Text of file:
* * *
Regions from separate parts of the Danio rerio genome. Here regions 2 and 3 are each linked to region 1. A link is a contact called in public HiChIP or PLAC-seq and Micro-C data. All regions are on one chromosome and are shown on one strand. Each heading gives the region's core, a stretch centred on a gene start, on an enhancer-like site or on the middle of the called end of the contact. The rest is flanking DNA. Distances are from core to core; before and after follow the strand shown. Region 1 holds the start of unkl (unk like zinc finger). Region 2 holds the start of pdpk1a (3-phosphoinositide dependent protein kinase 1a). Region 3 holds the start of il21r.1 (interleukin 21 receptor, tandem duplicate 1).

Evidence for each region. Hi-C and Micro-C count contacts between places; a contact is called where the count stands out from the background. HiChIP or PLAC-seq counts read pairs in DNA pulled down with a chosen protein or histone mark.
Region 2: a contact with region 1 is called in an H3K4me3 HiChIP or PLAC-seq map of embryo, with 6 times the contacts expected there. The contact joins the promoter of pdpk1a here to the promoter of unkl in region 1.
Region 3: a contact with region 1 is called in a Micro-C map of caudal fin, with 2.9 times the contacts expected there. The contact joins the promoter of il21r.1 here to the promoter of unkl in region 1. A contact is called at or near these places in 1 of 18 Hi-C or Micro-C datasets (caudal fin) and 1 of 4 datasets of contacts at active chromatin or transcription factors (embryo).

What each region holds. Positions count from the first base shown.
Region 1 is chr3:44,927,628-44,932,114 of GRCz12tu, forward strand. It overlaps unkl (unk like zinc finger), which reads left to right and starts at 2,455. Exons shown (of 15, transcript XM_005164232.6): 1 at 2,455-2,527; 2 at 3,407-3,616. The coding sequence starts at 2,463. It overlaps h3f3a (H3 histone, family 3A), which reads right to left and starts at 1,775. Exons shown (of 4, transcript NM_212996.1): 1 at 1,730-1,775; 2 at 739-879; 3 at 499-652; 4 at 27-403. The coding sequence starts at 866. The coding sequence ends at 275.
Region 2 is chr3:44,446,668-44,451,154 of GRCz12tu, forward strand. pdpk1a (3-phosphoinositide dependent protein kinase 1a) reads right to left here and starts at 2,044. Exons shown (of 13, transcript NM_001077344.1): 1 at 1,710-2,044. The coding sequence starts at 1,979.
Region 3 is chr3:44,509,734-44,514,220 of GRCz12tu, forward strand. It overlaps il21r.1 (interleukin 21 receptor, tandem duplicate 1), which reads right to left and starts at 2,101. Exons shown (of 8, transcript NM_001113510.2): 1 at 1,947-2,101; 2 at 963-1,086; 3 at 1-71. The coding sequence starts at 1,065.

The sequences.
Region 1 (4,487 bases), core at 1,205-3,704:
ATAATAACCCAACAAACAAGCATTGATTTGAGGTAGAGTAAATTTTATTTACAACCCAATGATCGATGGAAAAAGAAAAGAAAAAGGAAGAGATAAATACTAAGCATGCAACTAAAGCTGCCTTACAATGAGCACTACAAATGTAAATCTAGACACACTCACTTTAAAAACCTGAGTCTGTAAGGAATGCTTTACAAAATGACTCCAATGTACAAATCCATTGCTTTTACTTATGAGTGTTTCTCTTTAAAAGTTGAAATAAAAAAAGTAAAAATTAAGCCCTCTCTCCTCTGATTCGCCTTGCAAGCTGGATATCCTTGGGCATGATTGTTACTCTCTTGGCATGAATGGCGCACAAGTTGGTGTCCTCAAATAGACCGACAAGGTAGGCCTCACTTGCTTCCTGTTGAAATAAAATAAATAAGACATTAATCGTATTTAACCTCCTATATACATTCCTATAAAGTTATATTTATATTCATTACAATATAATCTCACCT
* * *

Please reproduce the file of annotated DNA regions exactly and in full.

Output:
Regions from separate parts of the Danio rerio genome. Here regions 2 and 3 are each linked to region 1. A link is a contact called in public HiChIP or PLAC-seq and Micro-C data. All regions are on one chromosome and are shown on one strand. Each heading gives the region's core, a stretch centred on a gene start, on an enhancer-like site or on the middle of the called end of the contact. The rest is flanking DNA. Distances are from core to core; before and after follow the strand shown. Region 1 holds the start of unkl (unk like zinc finger). Region 2 holds the start of pdpk1a (3-phosphoinositide dependent protein kinase 1a). Region 3 holds the start of il21r.1 (interleukin 21 receptor, tandem duplicate 1).

Evidence for each region. Hi-C and Micro-C count contacts between places; a contact is called where the count stands out from the background. HiChIP or PLAC-seq counts read pairs in DNA pulled down with a chosen protein or histone mark.
Region 2: a contact with region 1 is called in an H3K4me3 HiChIP or PLAC-seq map of embryo, with 6 times the contacts expected there. The contact joins the promoter of pdpk1a here to the promoter of unkl in region 1.
Region 3: a contact with region 1 is called in a Micro-C map of caudal fin, with 2.9 times the contacts expected there. The contact joins the promoter of il21r.1 here to the promoter of unkl in region 1. A contact is called at or near these places in 1 of 18 Hi-C or Micro-C datasets (caudal fin) and 1 of 4 datasets of contacts at active chromatin or transcription factors (embryo).

What each region holds. Positions count from the first base shown.
Region 1 is chr3:44,927,628-44,932,114 of GRCz12tu, forward strand. It overlaps unkl (unk like zinc finger), which reads left to right and starts at 2,455. Exons shown (of 15, transcript XM_005164232.6): 1 at 2,455-2,527; 2 at 3,407-3,616. The coding sequence starts at 2,463. It overlaps h3f3a (H3 histone, family 3A), which reads right to left and starts at 1,775. Exons shown (of 4, transcript NM_212996.1): 1 at 1,730-1,775; 2 at 739-879; 3 at 499-652; 4 at 27-403. The coding sequence starts at 866. The coding sequence ends at 275.
Region 2 is chr3:44,446,668-44,451,154 of GRCz12tu, forward strand. pdpk1a (3-phosphoinositide dependent protein kinase 1a) reads right to left here and starts at 2,044. Exons shown (of 13, transcript NM_001077344.1): 1 at 1,710-2,044. The coding sequence starts at 1,979.
Region 3 is chr3:44,509,734-44,514,220 of GRCz12tu, forward strand. It overlaps il21r.1 (interleukin 21 receptor, tandem duplicate 1), which reads right to left and starts at 2,101. Exons shown (of 8, transcript NM_001113510.2): 1 at 1,947-2,101; 2 at 963-1,086; 3 at 1-71. The coding sequence starts at 1,065.

The sequences.
Region 1 (4,487 bases), core at 1,205-3,704:
ATAATAACCCAACAAACAAGCATTGATTTGAGGTAGAGTAAATTTTATTTACAACCCAATGATCGATGGAAAAAGAAAAGAAAAAGGAAGAGATAAATACTAAGCATGCAACTAAAGCTGCCTTACAATGAGCACTACAAATGTAAATCTAGACACACTCACTTTAAAAACCTGAGTCTGTAAGGAATGCTTTACAAAATGACTCCAATGTACAAATCCATTGCTTTTACTTATGAGTGTTTCTCTTTAAAAGTTGAAATAAAAAAAGTAAAAATTAAGCCCTCTCTCCTCTGATTCGCCTTGCAAGCTGGATATCCTTGGGCATGATTGTTACTCTCTTGGCATGAATGGCGCACAAGTTGGTGTCCTCAAATAGACCGACAAGGTAGGCCTCACTTGCTTCCTGTTGAAATAAAATAAATAAGACATTAATCGTATTTAACCTCCTATATACATTCCTATAAAGTTATATTTATATTCATTACAATATAATCTCACCT